The Dangers of Tanning Beds and Teens
As the popularity of indoor tanning increases, so do the risks of skin cancer.
For teenage girls and young women, being tan is as much a part of being attractive as wearing the right shade of lip gloss.
And it’s not just sun tanning that attracts these groups.
Close to one-third of girls in 12th grade use some form of indoor tanning, exposing them to ultraviolet (UVA and UVB) radiation, according to the Centers for Disease Control and Prevention, Atlanta.
Health experts, citing the potential dangers, would like to turn this around.
People who frequent tanning salons run a higher risk of developing melanoma as well as other skin cancers, are more susceptible to skin infections and more likely to show early signs of aging, say dermatologists.
The key is finding skin-protection arguments that resonate with young women. Dispelling myths may help. Here are some of the most prevalent:
You don’t get skin cancer until you’re older.
Not true, say health experts.
The number of children diagnosed with melanoma has increased an average of two percent a year since the 1970s with significantly higher rates among white teenage girls than among boys and younger children, according to new research published in the journal, Pediatrics.
“Melanoma strikes sooner. You don’t need a lifetime of exposure,” says Dr. Carlos Rodriguez-Galindo, co-author of the study. Dr. Rodriguez-Galindo is clinical director of the pediatric solid tumor program, Dana-Farber/Boston Children’s Cancer and Blood Disorders Center, Boston.
UV doses from tanning beds aren’t as strong as natural sunlight.
“UV doses can be 12 times stronger than midday sun,” says Dr. Dawn Marie R. Davis, pediatric dermatologist, Mayo Clinic, Rochester, Minn.
In addition, the potential damage isn’t just to the skin. UV light exposure could increase the risk of cataracts and melanoma of the eye, according to Dr. Davis.
Visiting tanning salons for special occasions is harmless.
“Teens think if they don’t go that often they won’t have problems,” says Dr. Bruce A. Brod, clinical associate professor of dermatology, University of Pennsylvania, Perelman Center for Advanced Medicine, Philadelphia.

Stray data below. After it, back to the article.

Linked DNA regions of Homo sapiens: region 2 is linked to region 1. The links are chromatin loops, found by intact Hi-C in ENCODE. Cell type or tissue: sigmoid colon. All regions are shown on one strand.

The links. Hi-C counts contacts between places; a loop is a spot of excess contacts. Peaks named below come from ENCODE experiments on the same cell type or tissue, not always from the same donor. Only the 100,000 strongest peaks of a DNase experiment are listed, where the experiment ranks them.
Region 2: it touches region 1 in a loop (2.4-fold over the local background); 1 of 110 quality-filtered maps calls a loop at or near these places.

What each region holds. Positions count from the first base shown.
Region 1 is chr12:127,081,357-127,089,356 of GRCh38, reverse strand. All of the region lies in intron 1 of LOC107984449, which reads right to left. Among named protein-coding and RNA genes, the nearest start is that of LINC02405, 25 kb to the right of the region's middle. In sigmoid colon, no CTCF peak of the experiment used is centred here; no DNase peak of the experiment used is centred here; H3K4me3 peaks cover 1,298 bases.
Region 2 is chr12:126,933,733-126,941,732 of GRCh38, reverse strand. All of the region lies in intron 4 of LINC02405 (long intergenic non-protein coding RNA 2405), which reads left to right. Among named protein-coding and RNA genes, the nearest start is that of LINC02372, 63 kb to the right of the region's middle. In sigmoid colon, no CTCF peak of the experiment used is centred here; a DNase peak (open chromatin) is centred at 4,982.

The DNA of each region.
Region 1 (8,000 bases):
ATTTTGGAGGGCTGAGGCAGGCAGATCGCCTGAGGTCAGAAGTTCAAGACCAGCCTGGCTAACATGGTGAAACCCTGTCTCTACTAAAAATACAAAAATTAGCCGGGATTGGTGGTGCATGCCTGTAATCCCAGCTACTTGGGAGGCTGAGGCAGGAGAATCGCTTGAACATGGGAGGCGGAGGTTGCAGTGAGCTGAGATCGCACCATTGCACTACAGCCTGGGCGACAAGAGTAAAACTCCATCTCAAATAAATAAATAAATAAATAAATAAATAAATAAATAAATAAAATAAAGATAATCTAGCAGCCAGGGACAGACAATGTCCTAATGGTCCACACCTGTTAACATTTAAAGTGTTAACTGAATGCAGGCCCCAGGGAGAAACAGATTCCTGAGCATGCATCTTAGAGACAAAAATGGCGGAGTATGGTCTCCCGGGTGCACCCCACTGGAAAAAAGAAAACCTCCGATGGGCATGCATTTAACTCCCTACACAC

“Even if you use a tanning salon a few times a year you’ll have a higher risk of skin cancer,” Dr. Brod says.
Tanning beds are sanitary.
That may not be the case.
“I’ve seen outbreaks of skin infection from tanning beds,” Dr. Brod says.
Tanning makes people look youthful.
“People who use tanning salons, even at a moderate amount, start getting sunspots on their face and hands, even at a young age,” Dr. Brod says.
“They start to get fine wrinkles around their eyes and cheeks when they smile. Frequent tanners will start to see these signs in their 20’s and 30’s,” he says.
Celebrities do it.
Looks can be deceiving. The star on the cover of your favorite magazine may be sporting a spray-on tan, Dr. Brod says.
The moral of the story is to exercise extreme caution.
“I tell patients I don’t want them to be the story that makes their friends practice photo protection,” says Dr. Davis, a pediatric dermatologist, who offers cautions and tips for year-round sun safety.
Sun can be reflected and intensified any time of the year.
“You can go snow skiing in the middle of the winter and still get a burn,” she says.
Similarly, you can get a burn on a cloudy day as UV light penetrates clouds.
“Be aware of what’s going on,” she says.
Pick a sunscreen that’s labeled broad spectrum and with SPF of 30 or greater when you’re in the sun. Reapply every two or three hours, especially if you’re active, Dr. Davis advises.
For more information on teens and tanning salons, including state regulations on tanning restrictions for minors, visit the Centers for Disease Control and Prevention at: http://www.cdc.gov/cancer/skin/basic_info/indoor_tanning.htm
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